The Fenimore Art Museum started its lunch-and-lecture series “Food for Thought” programs earlier this month.
All the programs are held on Wednesdays from 12:30 to 2:30 p.m. at the museum.
The remaining “Food for Thought” schedule, with program descriptions provided by the museum, is as follows:
May 15: Places in Passing: Contemporary Landscapes by Susan Jones Kenyon. Meet award-winning Cooperstown artist Susan Jones Kenyon as she discusses and guides you through her exhibition, “Places in Passing: Contemporary Landscapes.”
May 29 and July 3: The Wyeths: A Family Legacy. Chris Rossi, associate curator of exhibitions takes you through the mutigenerational and multitalented Wyeth family exhibition, “The Wyeths: A Family Legacy.” Learn about one of the most famous and beloved artistic families of the 20th century and revel in the formal beauty and underlying abstraction of a true American legacy.
June 12: Forging Perfection: Masterworks from The Farmers’ Museum Blacksmith Shop. Join Steve Kellogg, master blacksmith at The Farmers’ Museum, as he shares the craftsmanship and artistry of artifacts from the world of blacksmithing. Come learn about the forging of hammers, anvils, chisels, and all the amazing things found in the shop of a blacksmith. This exhibition features metalworking tours-de-force such as a re-created 1740 pistol and a scale that measures to the 16th of a gram.
June 19: Splendidly Dressed: American Indian Robes and Regalia. Explore how Native people don clothing and jewelry, as well as deck their children and even animals in elaborate regalia to placate and harbor universal powers, to achieve success in hunting and warfare, and to show status and culture. Eva Fognell, curator of the Eugene and Clare Thaw Collection of American Indian Art, will guide visitors through “Splendidly Dressed: American Indian Robes and Regalia” for a glimpse into the regalia of American Indians both past and present.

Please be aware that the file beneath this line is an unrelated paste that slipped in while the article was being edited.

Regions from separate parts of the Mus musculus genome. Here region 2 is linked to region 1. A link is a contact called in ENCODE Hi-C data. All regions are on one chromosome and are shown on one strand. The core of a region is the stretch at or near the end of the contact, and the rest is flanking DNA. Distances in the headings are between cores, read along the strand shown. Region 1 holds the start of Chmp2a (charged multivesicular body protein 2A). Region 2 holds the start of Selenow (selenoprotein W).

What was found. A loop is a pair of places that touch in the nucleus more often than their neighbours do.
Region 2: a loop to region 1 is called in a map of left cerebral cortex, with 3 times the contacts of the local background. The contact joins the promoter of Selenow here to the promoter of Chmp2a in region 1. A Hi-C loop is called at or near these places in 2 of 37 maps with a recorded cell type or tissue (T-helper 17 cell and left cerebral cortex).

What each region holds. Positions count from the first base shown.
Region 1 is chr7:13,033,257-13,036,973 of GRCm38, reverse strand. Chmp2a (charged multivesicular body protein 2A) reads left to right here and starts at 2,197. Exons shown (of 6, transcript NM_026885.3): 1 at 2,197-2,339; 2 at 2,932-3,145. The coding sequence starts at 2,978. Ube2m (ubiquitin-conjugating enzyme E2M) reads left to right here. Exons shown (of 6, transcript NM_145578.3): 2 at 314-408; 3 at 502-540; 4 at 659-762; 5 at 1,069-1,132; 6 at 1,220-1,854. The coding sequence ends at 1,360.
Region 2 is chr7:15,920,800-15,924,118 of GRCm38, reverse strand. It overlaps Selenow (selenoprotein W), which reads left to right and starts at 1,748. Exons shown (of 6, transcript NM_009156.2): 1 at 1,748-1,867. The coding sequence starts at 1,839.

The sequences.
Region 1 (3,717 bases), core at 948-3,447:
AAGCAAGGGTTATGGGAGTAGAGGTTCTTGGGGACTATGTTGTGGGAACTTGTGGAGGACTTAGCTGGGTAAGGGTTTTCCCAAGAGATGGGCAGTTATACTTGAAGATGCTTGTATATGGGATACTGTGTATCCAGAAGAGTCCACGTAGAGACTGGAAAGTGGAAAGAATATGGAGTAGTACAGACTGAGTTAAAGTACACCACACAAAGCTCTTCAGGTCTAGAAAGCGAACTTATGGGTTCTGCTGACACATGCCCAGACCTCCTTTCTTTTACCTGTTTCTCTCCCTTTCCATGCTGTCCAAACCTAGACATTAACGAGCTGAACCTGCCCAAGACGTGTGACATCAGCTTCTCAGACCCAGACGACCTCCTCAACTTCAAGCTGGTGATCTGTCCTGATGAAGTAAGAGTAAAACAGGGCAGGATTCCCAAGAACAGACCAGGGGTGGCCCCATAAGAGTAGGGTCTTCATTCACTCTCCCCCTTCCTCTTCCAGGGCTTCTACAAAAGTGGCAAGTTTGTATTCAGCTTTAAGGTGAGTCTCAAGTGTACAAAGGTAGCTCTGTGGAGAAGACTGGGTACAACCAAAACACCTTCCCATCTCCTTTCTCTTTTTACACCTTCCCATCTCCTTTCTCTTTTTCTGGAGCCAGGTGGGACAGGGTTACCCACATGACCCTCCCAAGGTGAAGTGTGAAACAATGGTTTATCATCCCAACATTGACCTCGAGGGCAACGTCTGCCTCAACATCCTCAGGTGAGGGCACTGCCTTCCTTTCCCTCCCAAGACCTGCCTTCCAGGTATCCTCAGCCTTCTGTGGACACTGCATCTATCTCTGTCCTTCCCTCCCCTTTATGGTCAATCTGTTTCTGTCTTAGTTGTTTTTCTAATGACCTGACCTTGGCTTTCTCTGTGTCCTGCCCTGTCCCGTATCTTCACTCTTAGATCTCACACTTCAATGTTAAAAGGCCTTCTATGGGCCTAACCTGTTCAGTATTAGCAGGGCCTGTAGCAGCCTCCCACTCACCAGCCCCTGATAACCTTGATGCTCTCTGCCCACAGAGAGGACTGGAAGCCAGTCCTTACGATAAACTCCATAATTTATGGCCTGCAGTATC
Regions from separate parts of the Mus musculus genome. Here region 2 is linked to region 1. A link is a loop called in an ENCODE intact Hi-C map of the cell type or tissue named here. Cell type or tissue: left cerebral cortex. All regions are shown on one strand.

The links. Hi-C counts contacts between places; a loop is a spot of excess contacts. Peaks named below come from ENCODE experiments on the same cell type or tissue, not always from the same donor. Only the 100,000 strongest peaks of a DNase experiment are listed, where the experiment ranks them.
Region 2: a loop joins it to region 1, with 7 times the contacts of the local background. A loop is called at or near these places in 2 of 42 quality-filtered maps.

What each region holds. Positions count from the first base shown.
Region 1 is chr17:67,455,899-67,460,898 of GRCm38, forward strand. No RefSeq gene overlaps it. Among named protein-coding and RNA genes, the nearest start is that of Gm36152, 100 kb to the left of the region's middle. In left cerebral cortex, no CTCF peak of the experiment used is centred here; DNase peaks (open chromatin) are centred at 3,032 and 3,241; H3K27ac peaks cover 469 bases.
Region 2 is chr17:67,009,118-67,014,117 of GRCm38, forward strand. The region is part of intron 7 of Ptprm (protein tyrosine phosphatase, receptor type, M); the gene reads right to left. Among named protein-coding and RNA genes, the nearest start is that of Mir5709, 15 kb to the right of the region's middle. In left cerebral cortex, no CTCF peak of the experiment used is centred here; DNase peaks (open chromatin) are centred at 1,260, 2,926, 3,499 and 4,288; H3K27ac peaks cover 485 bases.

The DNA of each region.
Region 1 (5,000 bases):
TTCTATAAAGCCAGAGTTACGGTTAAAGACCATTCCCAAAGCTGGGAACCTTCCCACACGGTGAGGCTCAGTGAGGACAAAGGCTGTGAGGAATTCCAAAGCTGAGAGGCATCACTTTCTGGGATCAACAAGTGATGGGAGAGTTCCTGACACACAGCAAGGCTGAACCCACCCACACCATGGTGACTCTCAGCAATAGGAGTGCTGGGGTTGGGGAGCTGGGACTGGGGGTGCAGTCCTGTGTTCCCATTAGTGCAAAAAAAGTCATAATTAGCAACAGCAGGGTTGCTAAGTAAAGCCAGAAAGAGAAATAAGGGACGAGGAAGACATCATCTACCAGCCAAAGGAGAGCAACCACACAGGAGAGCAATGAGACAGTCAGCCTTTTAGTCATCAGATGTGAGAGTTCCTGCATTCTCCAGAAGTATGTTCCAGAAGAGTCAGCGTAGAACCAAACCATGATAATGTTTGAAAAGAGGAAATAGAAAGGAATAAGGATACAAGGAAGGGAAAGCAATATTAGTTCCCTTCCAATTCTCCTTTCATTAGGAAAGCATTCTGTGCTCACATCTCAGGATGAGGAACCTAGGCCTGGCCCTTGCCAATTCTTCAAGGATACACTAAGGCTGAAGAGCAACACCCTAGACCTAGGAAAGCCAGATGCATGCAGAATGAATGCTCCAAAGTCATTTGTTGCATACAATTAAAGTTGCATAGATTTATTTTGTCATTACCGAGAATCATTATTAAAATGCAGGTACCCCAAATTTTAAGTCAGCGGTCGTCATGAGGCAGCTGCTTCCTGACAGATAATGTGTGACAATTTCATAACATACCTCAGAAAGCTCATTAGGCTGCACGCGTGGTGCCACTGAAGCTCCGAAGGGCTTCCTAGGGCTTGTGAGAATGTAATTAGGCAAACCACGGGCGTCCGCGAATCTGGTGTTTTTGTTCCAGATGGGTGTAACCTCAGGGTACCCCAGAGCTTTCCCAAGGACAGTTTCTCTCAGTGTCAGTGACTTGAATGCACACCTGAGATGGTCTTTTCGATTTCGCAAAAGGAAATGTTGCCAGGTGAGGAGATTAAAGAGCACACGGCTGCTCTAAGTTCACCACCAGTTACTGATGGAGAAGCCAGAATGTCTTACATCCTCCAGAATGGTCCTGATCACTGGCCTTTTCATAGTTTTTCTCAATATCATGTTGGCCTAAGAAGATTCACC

July 10: The Hudson River School: Nature and the American Vision. Paul D’Ambrosio, president and CEO, provides insight into “The Hudson River School: Nature and the American Vision,” an exhibition that showcases the extraordinary depth and richness of paintings by artists grounded in the exploration of the natural world as a resource for spiritual renewal and as an expression of cultural and national identity. This exhibition has been organized by the New York Historical Society.
July 17: Plain and Fancy: Native American Splint Baskets. For centuries, Native people have created fanciful ash splint baskets for practical storage and starting in the 19th century it became a most important source of income. Today this art form is facing a threat: the emerald ash borer. In this exhibition tour, Eva Fognell, curator of the Eugene and Clare Thaw Collection of American Indian Art, discusses ash splint artistry, this “new” issue, and the future of an art form.
The cost is $22 for members or $25 for nonmembers. Those who register for three or more “Food for Thought” programs at once will receive a discounted price of $20 for members or $23 for nonmembers per program. Call 547-1461 if you have questions regarding pricing.
Registrants who cancel before noon the Friday before the program will receive a full refund. Registrants who cancel after noon on the Friday before the program will not receive a refund unless the participant’s spot can be filled. If the Fenimore Art Museum cancels a program because of weather, insufficient registration, or any other reason, registrants receive a full refund.
For more information, visit FenimoreArtMuseum.org.